19th July 2010
Emergence of an active online sharing culture where 1 in 4 social media users ‘start something’ has significant implications for brands.
SHANGHAI, 15 JULY 2010 – As the social media scene in China continues to attract mindboggling user numbers, ever increasing marketing dollars and new business ventures, an irreversible cultural shift has occurred. Modern Chinese society is now bound by a new sense of connectedness that has been enabled and inspired by the internet. At the same time a profound new spirit of ‘sharing’ has emerged as the essence of netizens’ online lives.
The “OgilvyOne Connected” research in partnership with China Polling set out to unravel and reveal the fundamental changes that social media has had on how Chinese consumers connect with each other, how trust is built and how influence and word of mouth really travels.
SOME NETIZENS ARE MORE EQUAL THAN OTHERS
In the world of traditional offline marketing, a widely accepted practice is to focus on the 1-2% of consumers that are ‘fashion forward trendsetters’ in the anticipation that they will influence more consumers on the brand’s behalf.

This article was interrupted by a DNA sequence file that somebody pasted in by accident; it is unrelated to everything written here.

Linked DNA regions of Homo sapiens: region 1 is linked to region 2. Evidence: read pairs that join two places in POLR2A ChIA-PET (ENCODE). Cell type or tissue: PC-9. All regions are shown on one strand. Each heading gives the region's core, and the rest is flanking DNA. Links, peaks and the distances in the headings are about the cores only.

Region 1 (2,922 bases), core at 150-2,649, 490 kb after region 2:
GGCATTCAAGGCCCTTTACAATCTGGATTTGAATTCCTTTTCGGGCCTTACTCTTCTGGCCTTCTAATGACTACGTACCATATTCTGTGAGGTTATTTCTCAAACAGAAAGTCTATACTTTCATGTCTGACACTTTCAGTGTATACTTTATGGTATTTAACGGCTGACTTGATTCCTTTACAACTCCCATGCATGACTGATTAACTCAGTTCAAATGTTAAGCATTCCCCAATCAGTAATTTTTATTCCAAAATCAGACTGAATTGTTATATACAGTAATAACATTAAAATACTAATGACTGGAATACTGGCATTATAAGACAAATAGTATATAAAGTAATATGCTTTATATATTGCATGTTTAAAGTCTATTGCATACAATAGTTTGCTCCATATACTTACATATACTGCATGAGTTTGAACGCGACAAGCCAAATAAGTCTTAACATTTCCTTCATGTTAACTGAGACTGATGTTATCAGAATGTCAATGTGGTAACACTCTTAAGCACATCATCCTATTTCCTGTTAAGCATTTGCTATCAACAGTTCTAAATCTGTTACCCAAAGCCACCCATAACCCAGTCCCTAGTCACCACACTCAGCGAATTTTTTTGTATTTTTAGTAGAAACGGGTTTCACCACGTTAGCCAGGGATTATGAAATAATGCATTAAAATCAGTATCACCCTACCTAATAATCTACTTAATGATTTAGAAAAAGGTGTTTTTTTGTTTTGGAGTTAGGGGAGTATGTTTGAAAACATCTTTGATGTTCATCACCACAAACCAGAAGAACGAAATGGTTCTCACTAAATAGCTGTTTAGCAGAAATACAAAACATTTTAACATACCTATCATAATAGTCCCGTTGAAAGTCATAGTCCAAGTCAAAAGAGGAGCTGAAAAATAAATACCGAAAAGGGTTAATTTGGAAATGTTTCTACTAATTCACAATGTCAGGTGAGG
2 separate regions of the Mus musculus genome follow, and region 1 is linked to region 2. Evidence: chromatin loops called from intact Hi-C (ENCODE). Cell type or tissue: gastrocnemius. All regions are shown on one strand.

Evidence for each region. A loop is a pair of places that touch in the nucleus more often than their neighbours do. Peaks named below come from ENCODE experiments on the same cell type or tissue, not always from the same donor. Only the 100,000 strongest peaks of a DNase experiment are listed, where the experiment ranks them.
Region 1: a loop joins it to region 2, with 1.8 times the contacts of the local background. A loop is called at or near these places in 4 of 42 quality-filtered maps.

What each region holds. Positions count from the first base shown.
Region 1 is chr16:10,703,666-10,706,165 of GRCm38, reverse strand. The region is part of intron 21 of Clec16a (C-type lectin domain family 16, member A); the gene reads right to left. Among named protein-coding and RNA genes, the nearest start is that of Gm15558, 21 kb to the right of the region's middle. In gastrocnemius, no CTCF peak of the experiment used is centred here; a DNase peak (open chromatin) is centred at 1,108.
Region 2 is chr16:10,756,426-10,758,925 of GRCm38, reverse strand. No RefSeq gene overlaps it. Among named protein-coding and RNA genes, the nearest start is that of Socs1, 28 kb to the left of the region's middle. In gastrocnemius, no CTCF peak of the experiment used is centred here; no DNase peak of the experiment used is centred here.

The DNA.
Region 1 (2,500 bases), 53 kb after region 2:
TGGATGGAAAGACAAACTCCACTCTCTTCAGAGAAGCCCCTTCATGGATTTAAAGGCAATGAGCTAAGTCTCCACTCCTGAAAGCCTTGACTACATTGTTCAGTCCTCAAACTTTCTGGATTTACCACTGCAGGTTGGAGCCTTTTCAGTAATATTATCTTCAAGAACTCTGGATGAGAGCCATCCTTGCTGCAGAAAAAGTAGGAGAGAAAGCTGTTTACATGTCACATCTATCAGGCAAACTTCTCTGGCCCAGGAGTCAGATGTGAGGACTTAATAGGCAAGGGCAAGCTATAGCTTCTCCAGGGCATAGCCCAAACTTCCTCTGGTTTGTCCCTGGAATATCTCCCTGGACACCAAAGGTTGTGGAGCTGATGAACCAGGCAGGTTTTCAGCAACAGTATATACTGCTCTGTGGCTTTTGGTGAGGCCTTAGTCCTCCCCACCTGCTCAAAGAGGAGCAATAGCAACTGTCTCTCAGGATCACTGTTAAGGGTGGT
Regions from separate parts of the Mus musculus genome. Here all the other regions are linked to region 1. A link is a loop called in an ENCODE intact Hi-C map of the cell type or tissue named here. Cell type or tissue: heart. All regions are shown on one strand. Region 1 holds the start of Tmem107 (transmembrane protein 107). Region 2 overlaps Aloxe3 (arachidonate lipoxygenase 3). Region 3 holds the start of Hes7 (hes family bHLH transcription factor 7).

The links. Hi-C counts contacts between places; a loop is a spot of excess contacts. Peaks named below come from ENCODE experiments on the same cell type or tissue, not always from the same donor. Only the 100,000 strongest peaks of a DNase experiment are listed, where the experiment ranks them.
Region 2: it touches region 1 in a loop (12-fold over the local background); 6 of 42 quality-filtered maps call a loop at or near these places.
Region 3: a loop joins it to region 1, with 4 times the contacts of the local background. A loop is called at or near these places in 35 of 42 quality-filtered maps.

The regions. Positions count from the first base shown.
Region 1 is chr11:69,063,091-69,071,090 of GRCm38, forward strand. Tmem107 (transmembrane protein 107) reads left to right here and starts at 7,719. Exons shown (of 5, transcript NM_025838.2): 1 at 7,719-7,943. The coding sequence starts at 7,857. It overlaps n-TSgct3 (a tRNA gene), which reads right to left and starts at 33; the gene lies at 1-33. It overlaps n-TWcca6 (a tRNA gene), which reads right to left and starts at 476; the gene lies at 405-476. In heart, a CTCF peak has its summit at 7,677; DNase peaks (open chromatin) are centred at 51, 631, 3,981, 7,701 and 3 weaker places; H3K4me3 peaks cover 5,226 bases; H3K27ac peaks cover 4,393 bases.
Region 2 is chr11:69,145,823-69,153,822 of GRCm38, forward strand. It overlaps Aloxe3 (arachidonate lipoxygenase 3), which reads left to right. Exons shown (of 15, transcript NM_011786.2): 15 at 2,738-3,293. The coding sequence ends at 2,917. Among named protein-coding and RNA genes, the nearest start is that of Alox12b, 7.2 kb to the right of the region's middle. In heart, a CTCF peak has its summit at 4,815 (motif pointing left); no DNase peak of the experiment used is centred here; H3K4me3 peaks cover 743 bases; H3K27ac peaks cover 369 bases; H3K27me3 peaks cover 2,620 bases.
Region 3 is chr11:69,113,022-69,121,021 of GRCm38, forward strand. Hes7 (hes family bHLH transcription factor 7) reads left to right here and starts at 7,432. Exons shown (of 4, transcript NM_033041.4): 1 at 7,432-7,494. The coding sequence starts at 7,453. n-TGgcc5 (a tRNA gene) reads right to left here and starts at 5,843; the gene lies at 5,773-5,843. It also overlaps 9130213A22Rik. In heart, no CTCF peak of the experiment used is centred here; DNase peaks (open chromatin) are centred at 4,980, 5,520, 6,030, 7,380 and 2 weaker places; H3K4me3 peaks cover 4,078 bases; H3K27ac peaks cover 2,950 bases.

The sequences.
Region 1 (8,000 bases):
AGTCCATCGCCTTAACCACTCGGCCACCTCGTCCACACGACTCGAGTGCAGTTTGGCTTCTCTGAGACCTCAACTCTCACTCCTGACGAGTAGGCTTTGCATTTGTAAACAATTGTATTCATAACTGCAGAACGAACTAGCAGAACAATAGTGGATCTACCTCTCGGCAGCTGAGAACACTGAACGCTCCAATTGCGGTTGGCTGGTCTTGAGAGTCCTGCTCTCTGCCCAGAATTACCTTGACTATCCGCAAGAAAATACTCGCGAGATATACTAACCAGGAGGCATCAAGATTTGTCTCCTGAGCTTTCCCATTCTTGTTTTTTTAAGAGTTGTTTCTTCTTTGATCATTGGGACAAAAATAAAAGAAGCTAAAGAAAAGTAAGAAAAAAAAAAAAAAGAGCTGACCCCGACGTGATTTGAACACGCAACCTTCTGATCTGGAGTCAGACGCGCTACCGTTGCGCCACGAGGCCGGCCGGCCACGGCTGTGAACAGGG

But one of the most noteworthy and valuable findings of this research turns this notion on its head by demonstrating that in the ‘flatter’ world of social media, there is still a ‘cool group’ but it is much, much larger – comprising a whopping 26% of all Chinese social media users. These ‘Initiators’ are the bold 1 in 4 social media users that regularly start conversations, create content and publish their views and opinions online. They are also the fertile starting point for new ideas, services and products.
A further 29% of Chinese social media users are ‘Commenters’ – people who may not initiate, but who do react and comment on other people’s views. They are also the ‘accelerators’ of new ideas, giving them momentum and wider acceptance.
The largest group, comprising 45% of social media users, are ‘Gawkers’ who quietly browse, observe and look for entertaining ideas and brands that are already popular.
According to Chris Reitermann, President of OgilvyOne China & Ogilvy & Mather Group Shanghai, “In China, social media users are generally highly engaged with brands. They see brands and the discussion of them as an integral part of their ‘social network’. And with one in every four users ‘creating’ influence and waiting to be inspired, the economics of prioritizing and investing in the Initiators is more attractive than ever.”